Justice Mohammed, therefore, ordered that the case file be sent back to the Chief Judge of the Court, Justice John Tsoho, to be re-assigned to another judge.

Earlier before he took the decision, the Judge sought the opinion of lawyers in the matter in view of the said publication and implication it would have on public perception of his handling of Sowore’s case. Responding, Sowore’s lawyer, Mr Falana, SAN, said he was aware of the publications referred to by the judge, saying it would be a proper decision for him to withdraw from the case.

The senior lawyer cited a 1995 decision of the Supreme Court that disqualified eight Justices from handling a case involving the winner of the June 12, 1993, presidential election, the late M.K.O Abiola, over his Concord’s previous publications concerning the Justices.

On his part, counsel to the DSS DG, Bichi, Mr G.O.A Agbadua, said he would not take a position on the matter so that his comment would not be misconstrued as an attempt to delay the hearing. Likewise, counsel for the AGF, Mr Abubakar Abdullahi, said he would leave the decision to the discretion of the judge. The Judge relied on Falana’s submission to recuse himself from the case.

It will be recalled that Sowore who was the presidential candidate of the African Action Congress, AAC, in the last general election, was arrested on August 2 for calling for a nationwide protest against perceived maladministration by the President Buhari-led government. He was subsequently arraigned before the Federal High Court in Abuja on September 30 and granted bail on October 4 by trial Justice Ijeoma Ojukwu. However, the DSS declined to release him and his co-defendant who were slammed with a seven-count treasonable felony charge by the Federal Government.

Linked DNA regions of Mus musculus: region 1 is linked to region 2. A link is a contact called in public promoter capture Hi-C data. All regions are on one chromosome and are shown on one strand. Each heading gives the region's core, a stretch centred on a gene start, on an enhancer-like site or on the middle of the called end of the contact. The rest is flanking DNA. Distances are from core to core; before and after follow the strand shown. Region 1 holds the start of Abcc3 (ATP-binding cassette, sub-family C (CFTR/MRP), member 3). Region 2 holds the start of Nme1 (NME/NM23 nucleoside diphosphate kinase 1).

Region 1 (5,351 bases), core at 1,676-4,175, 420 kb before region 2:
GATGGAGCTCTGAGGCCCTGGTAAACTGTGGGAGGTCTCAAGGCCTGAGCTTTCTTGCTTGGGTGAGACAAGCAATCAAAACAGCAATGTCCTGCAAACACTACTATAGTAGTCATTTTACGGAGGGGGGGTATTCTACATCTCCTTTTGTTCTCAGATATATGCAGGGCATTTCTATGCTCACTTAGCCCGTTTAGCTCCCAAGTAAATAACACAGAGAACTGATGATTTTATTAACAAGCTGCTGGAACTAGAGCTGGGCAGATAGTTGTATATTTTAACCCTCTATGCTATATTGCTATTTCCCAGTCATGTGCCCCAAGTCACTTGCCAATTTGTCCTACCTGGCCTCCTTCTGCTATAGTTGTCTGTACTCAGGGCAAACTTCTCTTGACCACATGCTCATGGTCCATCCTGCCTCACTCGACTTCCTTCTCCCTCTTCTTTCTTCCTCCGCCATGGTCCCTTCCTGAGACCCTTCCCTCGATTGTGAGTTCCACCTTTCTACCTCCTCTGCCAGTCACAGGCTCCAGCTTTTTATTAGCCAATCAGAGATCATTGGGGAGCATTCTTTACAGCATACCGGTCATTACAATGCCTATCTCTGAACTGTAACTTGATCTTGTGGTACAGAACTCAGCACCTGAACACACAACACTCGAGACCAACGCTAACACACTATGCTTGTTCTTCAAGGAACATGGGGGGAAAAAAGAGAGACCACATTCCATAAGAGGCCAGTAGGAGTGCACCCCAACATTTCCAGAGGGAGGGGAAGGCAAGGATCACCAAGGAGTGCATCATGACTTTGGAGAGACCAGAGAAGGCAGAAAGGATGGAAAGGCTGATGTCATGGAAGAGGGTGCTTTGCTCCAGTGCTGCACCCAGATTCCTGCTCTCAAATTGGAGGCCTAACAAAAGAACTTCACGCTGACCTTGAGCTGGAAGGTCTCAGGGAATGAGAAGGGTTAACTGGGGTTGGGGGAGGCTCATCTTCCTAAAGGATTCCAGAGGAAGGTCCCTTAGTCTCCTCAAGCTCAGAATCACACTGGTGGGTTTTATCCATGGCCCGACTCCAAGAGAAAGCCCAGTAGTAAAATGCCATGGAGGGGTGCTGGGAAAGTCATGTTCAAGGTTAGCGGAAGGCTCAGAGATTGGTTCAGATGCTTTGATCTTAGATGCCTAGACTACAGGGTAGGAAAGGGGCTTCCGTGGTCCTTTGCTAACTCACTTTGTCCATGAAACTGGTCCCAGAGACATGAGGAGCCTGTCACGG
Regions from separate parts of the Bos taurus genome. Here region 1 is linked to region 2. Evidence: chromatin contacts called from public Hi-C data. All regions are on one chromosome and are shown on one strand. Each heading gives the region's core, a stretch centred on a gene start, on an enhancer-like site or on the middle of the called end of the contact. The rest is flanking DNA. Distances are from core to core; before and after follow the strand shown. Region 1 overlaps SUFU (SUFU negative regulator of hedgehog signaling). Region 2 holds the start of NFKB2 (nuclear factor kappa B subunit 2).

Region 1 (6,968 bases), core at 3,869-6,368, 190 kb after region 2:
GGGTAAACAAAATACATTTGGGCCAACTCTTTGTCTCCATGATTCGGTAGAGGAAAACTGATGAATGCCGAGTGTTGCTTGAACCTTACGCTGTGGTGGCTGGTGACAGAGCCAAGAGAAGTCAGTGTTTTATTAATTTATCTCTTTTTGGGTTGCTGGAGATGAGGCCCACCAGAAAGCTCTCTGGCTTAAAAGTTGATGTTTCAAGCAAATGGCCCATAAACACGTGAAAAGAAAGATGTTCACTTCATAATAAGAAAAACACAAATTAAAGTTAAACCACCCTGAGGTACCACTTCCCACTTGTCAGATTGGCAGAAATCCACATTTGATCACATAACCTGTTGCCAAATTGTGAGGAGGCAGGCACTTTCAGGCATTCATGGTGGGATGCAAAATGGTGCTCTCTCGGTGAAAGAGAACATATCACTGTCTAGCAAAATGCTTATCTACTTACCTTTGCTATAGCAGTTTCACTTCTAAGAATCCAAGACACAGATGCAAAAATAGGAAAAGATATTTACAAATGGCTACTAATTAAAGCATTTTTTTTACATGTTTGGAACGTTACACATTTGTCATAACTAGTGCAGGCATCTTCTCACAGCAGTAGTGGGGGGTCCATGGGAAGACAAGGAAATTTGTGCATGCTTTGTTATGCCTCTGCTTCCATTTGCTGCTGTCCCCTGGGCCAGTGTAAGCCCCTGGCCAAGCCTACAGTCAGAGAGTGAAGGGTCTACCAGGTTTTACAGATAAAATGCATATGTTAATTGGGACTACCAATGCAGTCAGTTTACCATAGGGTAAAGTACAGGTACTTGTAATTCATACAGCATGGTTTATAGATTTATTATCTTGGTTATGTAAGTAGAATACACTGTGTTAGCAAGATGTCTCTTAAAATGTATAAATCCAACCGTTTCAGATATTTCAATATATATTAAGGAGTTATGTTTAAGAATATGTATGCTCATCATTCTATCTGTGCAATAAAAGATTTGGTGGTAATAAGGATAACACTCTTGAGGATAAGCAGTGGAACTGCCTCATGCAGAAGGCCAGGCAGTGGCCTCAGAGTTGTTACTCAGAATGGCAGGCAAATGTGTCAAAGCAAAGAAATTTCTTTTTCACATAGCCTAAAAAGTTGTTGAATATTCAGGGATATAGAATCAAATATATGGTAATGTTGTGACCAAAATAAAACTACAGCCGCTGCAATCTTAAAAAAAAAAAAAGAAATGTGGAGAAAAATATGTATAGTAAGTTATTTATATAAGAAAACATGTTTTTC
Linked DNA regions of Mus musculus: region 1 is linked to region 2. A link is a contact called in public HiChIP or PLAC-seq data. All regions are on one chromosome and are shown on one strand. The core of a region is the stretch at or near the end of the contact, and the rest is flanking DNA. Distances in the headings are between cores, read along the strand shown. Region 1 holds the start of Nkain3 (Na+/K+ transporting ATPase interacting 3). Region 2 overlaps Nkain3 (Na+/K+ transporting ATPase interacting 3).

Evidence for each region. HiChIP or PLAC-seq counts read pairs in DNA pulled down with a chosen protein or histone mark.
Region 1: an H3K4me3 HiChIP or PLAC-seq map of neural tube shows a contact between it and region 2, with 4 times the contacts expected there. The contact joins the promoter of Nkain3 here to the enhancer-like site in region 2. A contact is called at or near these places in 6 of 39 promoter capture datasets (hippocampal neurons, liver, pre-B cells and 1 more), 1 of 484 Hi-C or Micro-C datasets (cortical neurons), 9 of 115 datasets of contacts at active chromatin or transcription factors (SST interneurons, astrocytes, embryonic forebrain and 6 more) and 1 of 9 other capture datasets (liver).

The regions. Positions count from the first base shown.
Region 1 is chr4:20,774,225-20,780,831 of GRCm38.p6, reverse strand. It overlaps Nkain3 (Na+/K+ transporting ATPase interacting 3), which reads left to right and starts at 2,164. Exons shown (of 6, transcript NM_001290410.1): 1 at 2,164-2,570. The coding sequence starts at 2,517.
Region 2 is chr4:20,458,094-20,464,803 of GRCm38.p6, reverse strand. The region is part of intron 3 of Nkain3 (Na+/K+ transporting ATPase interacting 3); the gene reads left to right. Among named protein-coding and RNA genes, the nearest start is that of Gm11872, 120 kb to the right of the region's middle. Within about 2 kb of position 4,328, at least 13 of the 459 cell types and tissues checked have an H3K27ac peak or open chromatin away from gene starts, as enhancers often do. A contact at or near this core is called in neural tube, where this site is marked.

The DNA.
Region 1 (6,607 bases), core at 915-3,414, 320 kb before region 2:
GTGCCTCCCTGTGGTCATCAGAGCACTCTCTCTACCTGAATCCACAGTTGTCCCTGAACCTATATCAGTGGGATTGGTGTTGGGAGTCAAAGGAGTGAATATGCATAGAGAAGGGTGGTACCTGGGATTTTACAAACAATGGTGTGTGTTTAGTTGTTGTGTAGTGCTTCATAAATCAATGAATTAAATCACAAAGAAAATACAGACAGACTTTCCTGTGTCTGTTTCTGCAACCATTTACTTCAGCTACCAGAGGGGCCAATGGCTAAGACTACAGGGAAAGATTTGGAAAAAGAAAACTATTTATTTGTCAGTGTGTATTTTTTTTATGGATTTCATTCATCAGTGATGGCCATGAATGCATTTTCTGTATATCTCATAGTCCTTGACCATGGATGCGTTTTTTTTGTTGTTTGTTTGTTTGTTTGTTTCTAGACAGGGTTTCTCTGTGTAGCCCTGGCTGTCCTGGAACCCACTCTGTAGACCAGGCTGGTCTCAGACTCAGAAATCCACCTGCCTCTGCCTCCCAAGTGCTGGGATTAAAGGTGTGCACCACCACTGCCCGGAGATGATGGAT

Displeased with conduct of the secret service, the trial Judge, on December 5, gave the agency 24 hours ultimatum to release the defendants from detention, vowing not to take further step in the matter till the order was obeyed. Owing to the ultimatum, the DSS temporarily released the defendants same day, only to invade the court the next day, December 6, to re-arrest Sowore, in a manner that elicited wide condemnation to the agency.

The AGF had since directed the agency to hands-off the trial of the defendants and transfer their case-file to the Federal Ministry of Justice. Meanwhile, over a week after the AGF took over the case-file, Sowore still remained in custody of the DSS without a fresh charge against him.

Justice Inyang Ekwo of the high court had on December 17, adjourned to enable both the DSS boss and the AGF to appear before the court to respond to an ex-parte application Sowore filed for an order to compel his unconditional release from detention. Since the court had commenced its annual vacation, the case-file was therefore handed to Justice Mohammed who was retained as the vacation Judge.